Ideally for the dogs sake it should be trained to corner the BF but not get close enough to get hurt.   Not sure how you do that but dogs that hunt down brown bears would be a good choice.   Stories I have read usually have the dog picked up and thrown against a tree or something.    I suppose you find the biggest guy you can and dress him up in a BF suit to train the dogs,  just like police dogs are trained to behave certain ways.  

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Huntster
3 minutes ago, SWWASAS said:

Ideally for the dogs sake it should be trained to corner the BF but not get close enough to get hurt.   Not sure how you do that but dogs that hunt down brown bears would be a good choice.........

 

I'm pretty confident the Russians lost dogs to brown bears on occasion. I suspect such hunting is no longer practiced or legal there, but I could be wrong, especially in former Soviet Republics like the 'stans.

 

........

 I suppose you find the biggest guy you can and dress him up in a BF suit to train the dogs,  just like police dogs are trained to behave certain ways.

 

I think the most difficult training aspect would be first to find somewhat fresh sasquatch scent to follow, then convince the dogs to follow it. Then, hopefully, their natural tendency to chase as a pack might take over.

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Catmandoo
Posted (edited)

The Russian bear dogs appear to require a lot of dog food = big turd..  Transporting them would require a lot of space.  Anyone have experience with Karelian bear dogs or Samoyed dogs?

Comments have been posted about training with scents and costumes. How about a dog that recognizes 'strangers' as targets and pursues?  Scent detection first prior to visual,  has the discussion of enthusiastic pursuit or run and hide / cower. The dog that hides ( mammalian self preservation tactic ) lives to bark another day.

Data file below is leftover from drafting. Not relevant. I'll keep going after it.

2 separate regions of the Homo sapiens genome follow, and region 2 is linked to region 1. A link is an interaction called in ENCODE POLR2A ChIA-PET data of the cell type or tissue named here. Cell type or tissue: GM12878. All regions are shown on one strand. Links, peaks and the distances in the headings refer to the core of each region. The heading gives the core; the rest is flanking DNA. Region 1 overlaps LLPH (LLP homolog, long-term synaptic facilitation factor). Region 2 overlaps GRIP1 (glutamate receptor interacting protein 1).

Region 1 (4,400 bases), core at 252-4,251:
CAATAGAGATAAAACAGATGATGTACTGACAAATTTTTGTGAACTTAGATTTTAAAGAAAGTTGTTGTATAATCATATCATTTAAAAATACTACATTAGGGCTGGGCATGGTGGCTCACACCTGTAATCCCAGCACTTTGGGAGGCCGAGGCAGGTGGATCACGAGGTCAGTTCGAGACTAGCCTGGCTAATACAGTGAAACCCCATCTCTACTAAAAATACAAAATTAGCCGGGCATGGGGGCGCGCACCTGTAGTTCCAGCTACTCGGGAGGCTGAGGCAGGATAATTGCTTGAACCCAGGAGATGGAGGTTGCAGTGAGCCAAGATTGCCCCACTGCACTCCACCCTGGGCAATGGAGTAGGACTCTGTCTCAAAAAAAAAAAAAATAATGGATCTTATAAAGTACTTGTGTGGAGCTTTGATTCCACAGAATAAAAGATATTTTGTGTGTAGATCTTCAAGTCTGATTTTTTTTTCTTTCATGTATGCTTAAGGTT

How about the opposite of pursuit?  Take a horse(s).  Worked for Roger and Bob but I don't know which way the air was moving at Bluff Creek.  Would Sasquatch follow the scent of a horse to observe the horse? Forget the puny humans. All animals watch horses.

 

Years ago, I tried a frozen block of water, horse hair and horse blanket fibers. This was an area that I had been previously busted due to trail cams. It was a novel idea until hiking uphill with a block of ice became less fun. Suspended about 10' above the ground, dripped more in daytime than night.  The black bears  went crazy. I felt that the scent could be better. Horse items purchased from ebay and craigslist are washed.

Edited by Catmandoo
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georgerm

"Over time, stories about Bigfoot have entered into oral tradition and become part of regional folklore. The historical record of Bigfoot in the Oregon country begins in 1904 with sightings of a hairy “wild man” by settlers in the Sixes River area in the Coast Range; similar accounts by miners and hunters followed in later decades."   https://oregonencyclopedia.org/articles/bigfoot_sasquatch_legend/#.XVnvNuNKiM8

 

There is a more detailed Sixes River account of a BF watching the small mining camp in the mountains where the Sixes River is located in southern Oregon. It's south of Coos Bay just north of Port Orford. A book that I read on the miner's accounts told of a hound hunter losing his best dogs that chased bigfoot. Earlier a miner was discovered bashed in near his mine. There are reports still coming from this area. One of my experiences happened in a remote Sixes River park late one night. But as with dogs, bigfoot probably hates them due to natural instincts to avoid wolves in a pack. A large pack could really damage BF.

 

What signs should one look for to warn about getting too close to a bigfoot den and immediate area. Could this **** a BF off to the point of a fatal attack?

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Huntster
6 hours ago, Catmandoo said:

The Russian bear dogs appear to require a lot of dog food = big turd..  Transporting them would require a lot of space........

 

After watching and dealing with dog mushers around here, there is no way in Hell I'd build a kennel if dogs........for any reason. But I still think that if you're actually going to hunt sasquatches, bear hunting dogs might be the ticket.

 

But mushers have neat "boxes" they build to transport their sled dogs.

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MIB
20 hours ago, georgerm said:

What signs should one look for to warn about getting too close to a bigfoot den and immediate area. Could this **** a BF off to the point of a fatal attack?

 

No.   I'm not aware of any credible account coming out of the Pac NW of a bigfoot killing someone because it was pissed off.    That's a mis-characterization of the bigfoot's motivation.    The only seemingly credible accounts I'm aware of are of predation.    I don't eat a hamburger because I'm pissed that it invaded my territory.  I eat it because it I was hungry and it was there.    Same thing.   Suggesting anger in any form is an unreasonable stretch.

 

MIB